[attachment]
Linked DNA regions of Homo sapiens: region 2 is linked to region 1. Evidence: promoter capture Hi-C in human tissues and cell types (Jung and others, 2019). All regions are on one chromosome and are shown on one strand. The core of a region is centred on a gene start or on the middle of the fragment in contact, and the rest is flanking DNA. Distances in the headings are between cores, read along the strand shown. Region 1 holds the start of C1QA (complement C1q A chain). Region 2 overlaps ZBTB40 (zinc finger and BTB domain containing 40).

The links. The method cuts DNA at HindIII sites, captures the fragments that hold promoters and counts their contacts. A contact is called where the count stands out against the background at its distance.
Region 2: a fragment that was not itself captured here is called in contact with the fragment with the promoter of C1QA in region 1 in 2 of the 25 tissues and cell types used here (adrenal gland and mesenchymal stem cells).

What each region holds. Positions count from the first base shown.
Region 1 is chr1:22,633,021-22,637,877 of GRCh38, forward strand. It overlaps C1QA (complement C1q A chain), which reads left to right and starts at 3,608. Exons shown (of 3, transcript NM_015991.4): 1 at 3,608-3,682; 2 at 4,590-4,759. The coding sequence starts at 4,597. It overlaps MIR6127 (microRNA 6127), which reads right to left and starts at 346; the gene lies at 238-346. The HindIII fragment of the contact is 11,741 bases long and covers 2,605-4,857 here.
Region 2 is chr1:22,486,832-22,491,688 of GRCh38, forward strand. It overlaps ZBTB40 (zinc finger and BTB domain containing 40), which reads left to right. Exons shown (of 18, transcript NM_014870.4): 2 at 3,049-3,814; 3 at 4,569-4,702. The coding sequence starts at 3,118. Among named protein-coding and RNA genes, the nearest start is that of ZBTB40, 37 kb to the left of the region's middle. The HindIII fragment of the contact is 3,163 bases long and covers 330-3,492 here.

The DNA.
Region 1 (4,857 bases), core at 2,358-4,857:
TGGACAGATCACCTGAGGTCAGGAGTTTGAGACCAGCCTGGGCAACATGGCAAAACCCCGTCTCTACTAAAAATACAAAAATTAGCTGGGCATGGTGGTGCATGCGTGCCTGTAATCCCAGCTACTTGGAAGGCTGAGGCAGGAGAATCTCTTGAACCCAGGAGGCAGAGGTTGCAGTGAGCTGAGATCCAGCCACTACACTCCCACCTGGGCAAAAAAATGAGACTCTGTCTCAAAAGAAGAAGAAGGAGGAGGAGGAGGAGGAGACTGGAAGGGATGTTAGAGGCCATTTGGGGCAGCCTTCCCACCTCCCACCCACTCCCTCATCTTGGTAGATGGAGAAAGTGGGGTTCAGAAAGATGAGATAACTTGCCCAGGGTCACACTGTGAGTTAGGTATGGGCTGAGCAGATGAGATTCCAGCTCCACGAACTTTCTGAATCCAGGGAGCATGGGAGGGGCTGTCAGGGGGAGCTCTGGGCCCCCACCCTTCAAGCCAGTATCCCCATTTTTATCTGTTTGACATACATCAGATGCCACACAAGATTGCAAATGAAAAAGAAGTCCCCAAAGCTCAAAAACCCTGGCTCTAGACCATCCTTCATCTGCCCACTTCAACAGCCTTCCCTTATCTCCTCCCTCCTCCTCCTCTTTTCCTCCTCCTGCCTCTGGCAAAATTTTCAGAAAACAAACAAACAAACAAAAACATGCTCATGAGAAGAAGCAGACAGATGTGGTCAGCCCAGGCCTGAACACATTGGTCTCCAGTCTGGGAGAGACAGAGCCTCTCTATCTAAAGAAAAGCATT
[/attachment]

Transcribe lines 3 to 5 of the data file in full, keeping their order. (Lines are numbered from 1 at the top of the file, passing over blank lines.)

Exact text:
Region 2: a fragment that was not itself captured here is called in contact with the fragment with the promoter of C1QA in region 1 in 2 of the 25 tissues and cell types used here (adrenal gland and mesenchymal stem cells).

What each region holds. Positions count from the first base shown.
Region 1 is chr1:22,633,021-22,637,877 of GRCh38, forward strand. It overlaps C1QA (complement C1q A chain), which reads left to right and starts at 3,608. Exons shown (of 3, transcript NM_015991.4): 1 at 3,608-3,682; 2 at 4,590-4,759. The coding sequence starts at 4,597. It overlaps MIR6127 (microRNA 6127), which reads right to left and starts at 346; the gene lies at 238-346. The HindIII fragment of the contact is 11,741 bases long and covers 2,605-4,857 here.